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Why Movie Ratings Are No Help to Parents, and the "If…Then" Method to Go by Instead

You know what’s of little to no help? The rating information for most children’s movies.  Here’s one at random: “Rated PG for thematic elements, scary images.”

Taken at face value, this rating might be for an unsettling tale about the IRS coming for a surprise audit (I mean, talk about a horror show) or about anthropomorphized fir trees kidnapping young children who are then saved by Santa in a Rambo suit.

Or take the film Free Birds, the rating of which says, “PG: Some action/peril, rude humor.” Where I come from, action could be anything from West Side Story-esque dance fights to getting picked up at a bar. Rude humor these days is a dinnertime staple, so long as “butt jokes” count as “rude humor.” Ah, but wouldn’t a movie about turkeys likely include breast and leg humor?

Where are the relevant reviews? Like, “IF your kid screamed the last time you were in the chicken coop at the petting zoo, THEN Free Birds will not be a family favorite.”

Movie chemistry is a delicate cocktail that is equal parts MPAA ratings and the tolerance level of each kid. My children have watched every Harry Potter film, even keeping their eyes open when a mewling babylike Voldemort was dumped into a cauldron, but there’s no way I’m taking them to see the Carrie remake.

It’s not the language, violence and sexual suggestiveness that gets me. I can deflect probing questions like: “Why are they kissing if they aren’t married?” Answer: “They tripped and landed on each other’s lips.” If push comes to shove, I can even answer tough questions, assuming I don’t have a treat handy to distract them with. “What does 'that’s BS' mean? Why, I’ll tell you right after we eat all this candy!”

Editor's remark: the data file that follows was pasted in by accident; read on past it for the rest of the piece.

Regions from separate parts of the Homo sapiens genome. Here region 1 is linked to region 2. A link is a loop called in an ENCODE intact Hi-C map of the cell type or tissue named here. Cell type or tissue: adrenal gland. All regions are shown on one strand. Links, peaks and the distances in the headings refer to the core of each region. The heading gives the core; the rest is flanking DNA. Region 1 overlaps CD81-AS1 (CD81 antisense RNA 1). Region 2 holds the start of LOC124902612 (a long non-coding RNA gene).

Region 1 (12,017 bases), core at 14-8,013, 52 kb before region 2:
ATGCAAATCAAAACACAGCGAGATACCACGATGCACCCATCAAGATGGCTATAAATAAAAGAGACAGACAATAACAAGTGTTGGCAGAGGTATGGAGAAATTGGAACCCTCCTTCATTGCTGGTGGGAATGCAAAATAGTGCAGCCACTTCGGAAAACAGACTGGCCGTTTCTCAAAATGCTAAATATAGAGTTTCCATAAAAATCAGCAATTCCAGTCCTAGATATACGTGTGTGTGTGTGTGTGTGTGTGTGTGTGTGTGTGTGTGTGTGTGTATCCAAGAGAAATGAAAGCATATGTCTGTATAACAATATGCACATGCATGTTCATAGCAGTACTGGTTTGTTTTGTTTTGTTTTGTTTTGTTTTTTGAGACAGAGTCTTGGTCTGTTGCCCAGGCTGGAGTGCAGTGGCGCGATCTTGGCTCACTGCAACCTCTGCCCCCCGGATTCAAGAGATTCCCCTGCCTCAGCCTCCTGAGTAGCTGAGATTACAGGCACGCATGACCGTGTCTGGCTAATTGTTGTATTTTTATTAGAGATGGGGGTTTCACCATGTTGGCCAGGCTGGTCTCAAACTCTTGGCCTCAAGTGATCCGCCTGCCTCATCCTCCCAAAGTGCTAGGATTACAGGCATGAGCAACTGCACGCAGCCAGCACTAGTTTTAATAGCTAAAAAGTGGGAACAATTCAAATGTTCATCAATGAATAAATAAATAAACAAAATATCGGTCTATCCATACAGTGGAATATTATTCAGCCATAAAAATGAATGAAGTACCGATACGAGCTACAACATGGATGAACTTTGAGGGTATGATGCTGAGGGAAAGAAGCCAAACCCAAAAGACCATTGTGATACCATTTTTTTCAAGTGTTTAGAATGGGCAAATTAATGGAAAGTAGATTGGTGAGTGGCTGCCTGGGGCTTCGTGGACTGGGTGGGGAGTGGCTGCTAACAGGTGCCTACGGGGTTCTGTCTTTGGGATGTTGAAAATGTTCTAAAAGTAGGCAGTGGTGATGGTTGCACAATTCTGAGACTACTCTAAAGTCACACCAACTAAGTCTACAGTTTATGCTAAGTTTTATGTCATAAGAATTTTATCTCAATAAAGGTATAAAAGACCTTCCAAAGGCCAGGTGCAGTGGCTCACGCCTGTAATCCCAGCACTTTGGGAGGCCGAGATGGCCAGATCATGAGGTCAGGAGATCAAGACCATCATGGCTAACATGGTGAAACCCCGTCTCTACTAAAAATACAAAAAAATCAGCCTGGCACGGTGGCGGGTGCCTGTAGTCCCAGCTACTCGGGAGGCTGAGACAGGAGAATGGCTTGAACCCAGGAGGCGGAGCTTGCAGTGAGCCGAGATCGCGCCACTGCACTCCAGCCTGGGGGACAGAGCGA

What parents need when trying to decide if a PG-13 grade rules a movie out for their 10-year-old is an if–then rating. This is the kind of insider information that your best friends and babysitters can provide. “Sure, Cloudy with a Chance of Meatballs 2 was cute, but remember when your youngest thought her French fries were out to get her?” Because children are less a mass of humanity whose coping skills and maturity are able to be assessed as a group than they are unique weirdos with unpredictable peccadilloes. They might only cry for 20 minutes over a compound fracture, but for three hours when you watch Monsters University because of a heretofore-unrealized fear of single eyeballs. 

Most parents do a fair job of avoiding the obvious: swearing, sex and violence. But we have a harder time identifying abstract pitfalls. For instance:

If your kid freaked out this summer when you rode the log ride, then you might want to skip Percy Jackson: Sea of Monsters.

If your kid thinks monkeys are way cute, then don’t show her The Wizard of Oz.

If your kid worries that the geese in the neighborhood are anthropomorphized militants about to rise up against humans, then Free Birds might not be a good choice.

If your child worries that competitors in the Olympic Games will ultimately be put to death, then The Hunger Games: Catching Fire is probably not for him.

If your child has an unhealthy obsession with hand tools, then Thor: The Dark World is not the movie for you.

If your kid spent most of last winter peeking out the window at the family snowman and muttering, “he’s staring at me, stop staring at me!”, then reconsider seeing Frozen.

These movies, many of which I have seen or plan to see with my own children, are probably just great. But you never know when your child will turn to you in the theater during Despicable Me 2, tears threatening to spill out from her eyes, pleading, “Why did you take me here when you know how scared I am of yellow!?”

 

 

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